Thankfully, there has been increased research on how a woman's menstrual cycle impacts athletic performance and nutritional needs. As athletes and coaches, discussion around this topic needs to become more normalized so women everywhere can take control of their cycle and understand what is happening to their bodies throughout the month.
The menstrual cycle has two phases - the follicular and luteal phases - and lasts between 26 to 35 days.Shifting hormone levels trigger the shift between phases (12, 16, 24). Follicle-stimulating hormone (FSH) produced in the brain signals an egg to mature within the ovaries. A cascade of events leads your ovaries to increase estrogen and progesterone production while decreasing FSH about a week into your cycle. Nearing halfway through your cycle, as estrogen levels increase, luteinizing hormone (LH) increases dramatically. This steep increase triggers a mature egg to leave the ovaries, which is known as ovulation and marks the end of the follicular phase and the beginning of the luteal phase. High progesterone and estrogen levels characterize the luteal phase to prepare for potential pregnancy, also known as fertilization (12, 16, 24). Fertilization is when the sperm and egg meet. The peak in hormones during this phase causes premenstrual syndrome (PMS) symptoms. If no pregnancy occurs, then progesterone and estrogen levels fall again. The fall in progesterone and estrogen triggers your lining to shed - your “time of the month” - and you are back to square one. (12, 16, 24) For this article, low-hormone days refer to your period and the days following. The high-hormone days refer to just before your period.
Fluctuating hormones during your cycle can impact how you feel and perform. The good news is your hormones are on your side while you're on your period. If you don't get pregnant, your hormones rapidly decrease, and your body shifts to a more relaxed, steady state for a few days. During this time, women's physiology is almost like men's (24). Research shows low-hormone days, while you're on your period, can help with developing long-term strength and force production. Women feel less pain and can recover faster during this time of their cycle. On the other hand, the high-hormone days will make exercise and training feel harder. High-hormone days also make you feel hotter, can cause stomach problems, and make you feel moody, which can make your performance worse (6, 24, 28). It is more challenging for women to create and maintain muscle during this time of the month, too. This time of the month is great for focusing on cardiovascular training. Studies suggest that women's aerobic capacity (VO2 max) and lactate threshold stay consistent throughout the month. (24, 27 ,28). So although you may feel crummy at times, your endurance abilities remain consistent. As women get closer to menopause, they lose more muscle and power-producing abilities because our hormones are conducive to it. Changes in strength and power are due to a steady decrease in estrogen production during the years leading up to menopause (24).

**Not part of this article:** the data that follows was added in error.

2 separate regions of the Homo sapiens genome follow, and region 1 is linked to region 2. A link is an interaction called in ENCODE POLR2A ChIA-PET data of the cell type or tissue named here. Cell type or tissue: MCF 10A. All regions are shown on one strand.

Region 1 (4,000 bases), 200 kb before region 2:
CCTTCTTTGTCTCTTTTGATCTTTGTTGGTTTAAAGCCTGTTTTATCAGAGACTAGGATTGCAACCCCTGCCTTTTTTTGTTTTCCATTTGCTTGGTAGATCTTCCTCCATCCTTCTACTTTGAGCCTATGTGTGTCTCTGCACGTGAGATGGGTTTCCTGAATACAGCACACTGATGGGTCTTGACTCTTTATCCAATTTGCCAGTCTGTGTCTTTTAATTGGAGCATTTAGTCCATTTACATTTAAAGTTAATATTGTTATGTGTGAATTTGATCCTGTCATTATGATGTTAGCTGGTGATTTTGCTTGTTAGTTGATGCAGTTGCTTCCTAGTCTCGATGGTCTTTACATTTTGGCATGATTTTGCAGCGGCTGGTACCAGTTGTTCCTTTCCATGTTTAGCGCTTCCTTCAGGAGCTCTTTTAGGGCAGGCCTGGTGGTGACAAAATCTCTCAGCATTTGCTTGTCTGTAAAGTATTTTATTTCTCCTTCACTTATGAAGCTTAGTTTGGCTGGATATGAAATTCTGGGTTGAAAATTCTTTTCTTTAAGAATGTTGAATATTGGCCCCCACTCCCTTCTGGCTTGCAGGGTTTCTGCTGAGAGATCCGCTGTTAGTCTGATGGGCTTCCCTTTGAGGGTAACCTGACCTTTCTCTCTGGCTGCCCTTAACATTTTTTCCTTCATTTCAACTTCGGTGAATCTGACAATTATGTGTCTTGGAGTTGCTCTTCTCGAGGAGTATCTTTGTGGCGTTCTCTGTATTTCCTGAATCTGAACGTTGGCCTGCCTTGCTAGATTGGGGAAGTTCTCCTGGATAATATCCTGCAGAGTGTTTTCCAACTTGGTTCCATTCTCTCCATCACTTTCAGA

The shift in our hormones makes maintaining strength and power more important as we age. Movements that involve large muscle groups (squats, pull-ups, bench press, etc.) are great for improving strength. Explosive movements (box jumps, hang-cleans, ball slams, etc.) are ideal for enhancing power production. Research suggests that high-intensity interval training (HIIT) and plyometrics (power training) are most appropriate to train during the follicular phase, during your period and the time following it. Muscle contractions are more forceful and fatigue-resistant during this time of the menstrual cycle. Enhanced muscle performance is due to lower amounts of estrogen, which is much higher during the luteal phase just before your period. (19, 28). Constant changes in hormones make women more susceptible to injuries during certain times of the month. Developing core stability and glute strength can help avoid lower-body injuries that women are more prone to (13, 14, 21, 28). Focusing on core stability is commonly associated with crunches and abs, yet they are not synonymous. Core exercises like planks, hollow body holds, etc., help create a stiff posture for the torso, which is ideal. Your glutes keep your pelvis and knee in an optimal position when jumping and running. It also assists the abdominal muscles and back in maintaining an upright posture. Hip extensions and lunges are good for improving strength and lower body stability. Injury prevention through training can help any woman stick to high levels of activity for longer!